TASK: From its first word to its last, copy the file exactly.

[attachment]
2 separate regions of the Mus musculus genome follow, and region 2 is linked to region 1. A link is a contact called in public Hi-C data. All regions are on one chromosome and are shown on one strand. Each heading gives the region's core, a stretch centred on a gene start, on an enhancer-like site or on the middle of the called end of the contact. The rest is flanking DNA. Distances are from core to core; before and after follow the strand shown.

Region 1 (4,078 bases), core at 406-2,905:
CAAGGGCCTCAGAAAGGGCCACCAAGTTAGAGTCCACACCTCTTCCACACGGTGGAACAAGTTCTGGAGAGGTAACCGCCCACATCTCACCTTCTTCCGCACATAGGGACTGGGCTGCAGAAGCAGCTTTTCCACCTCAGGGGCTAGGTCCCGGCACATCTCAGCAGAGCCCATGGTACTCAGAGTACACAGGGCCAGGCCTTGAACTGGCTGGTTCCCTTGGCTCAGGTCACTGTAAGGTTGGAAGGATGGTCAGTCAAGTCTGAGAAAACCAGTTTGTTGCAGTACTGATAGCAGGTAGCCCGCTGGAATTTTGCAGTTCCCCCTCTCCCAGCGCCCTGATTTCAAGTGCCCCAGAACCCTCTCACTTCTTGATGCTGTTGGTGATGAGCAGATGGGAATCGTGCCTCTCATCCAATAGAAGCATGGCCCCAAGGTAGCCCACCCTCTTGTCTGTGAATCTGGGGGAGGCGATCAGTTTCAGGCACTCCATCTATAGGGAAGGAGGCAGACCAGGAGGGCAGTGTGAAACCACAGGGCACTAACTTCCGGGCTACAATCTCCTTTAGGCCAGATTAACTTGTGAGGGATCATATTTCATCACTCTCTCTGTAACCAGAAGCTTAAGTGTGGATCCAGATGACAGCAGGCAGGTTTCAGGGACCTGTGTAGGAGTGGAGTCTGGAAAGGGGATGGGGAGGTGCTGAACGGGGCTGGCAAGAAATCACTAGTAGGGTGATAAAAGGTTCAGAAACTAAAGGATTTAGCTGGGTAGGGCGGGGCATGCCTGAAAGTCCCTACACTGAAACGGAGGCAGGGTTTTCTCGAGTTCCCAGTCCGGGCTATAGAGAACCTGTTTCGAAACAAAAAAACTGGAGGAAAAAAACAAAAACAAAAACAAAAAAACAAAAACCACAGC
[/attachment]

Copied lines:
2 separate regions of the Mus musculus genome follow, and region 2 is linked to region 1. A link is a contact called in public Hi-C data. All regions are on one chromosome and are shown on one strand. Each heading gives the region's core, a stretch centred on a gene start, on an enhancer-like site or on the middle of the called end of the contact. The rest is flanking DNA. Distances are from core to core; before and after follow the strand shown.

Region 1 (4,078 bases), core at 406-2,905:
CAAGGGCCTCAGAAAGGGCCACCAAGTTAGAGTCCACACCTCTTCCACACGGTGGAACAAGTTCTGGAGAGGTAACCGCCCACATCTCACCTTCTTCCGCACATAGGGACTGGGCTGCAGAAGCAGCTTTTCCACCTCAGGGGCTAGGTCCCGGCACATCTCAGCAGAGCCCATGGTACTCAGAGTACACAGGGCCAGGCCTTGAACTGGCTGGTTCCCTTGGCTCAGGTCACTGTAAGGTTGGAAGGATGGTCAGTCAAGTCTGAGAAAACCAGTTTGTTGCAGTACTGATAGCAGGTAGCCCGCTGGAATTTTGCAGTTCCCCCTCTCCCAGCGCCCTGATTTCAAGTGCCCCAGAACCCTCTCACTTCTTGATGCTGTTGGTGATGAGCAGATGGGAATCGTGCCTCTCATCCAATAGAAGCATGGCCCCAAGGTAGCCCACCCTCTTGTCTGTGAATCTGGGGGAGGCGATCAGTTTCAGGCACTCCATCTATAGGGAAGGAGGCAGACCAGGAGGGCAGTGTGAAACCACAGGGCACTAACTTCCGGGCTACAATCTCCTTTAGGCCAGATTAACTTGTGAGGGATCATATTTCATCACTCTCTCTGTAACCAGAAGCTTAAGTGTGGATCCAGATGACAGCAGGCAGGTTTCAGGGACCTGTGTAGGAGTGGAGTCTGGAAAGGGGATGGGGAGGTGCTGAACGGGGCTGGCAAGAAATCACTAGTAGGGTGATAAAAGGTTCAGAAACTAAAGGATTTAGCTGGGTAGGGCGGGGCATGCCTGAAAGTCCCTACACTGAAACGGAGGCAGGGTTTTCTCGAGTTCCCAGTCCGGGCTATAGAGAACCTGTTTCGAAACAAAAAAACTGGAGGAAAAAAACAAAAACAAAAACAAAAAAACAAAAACCACAGC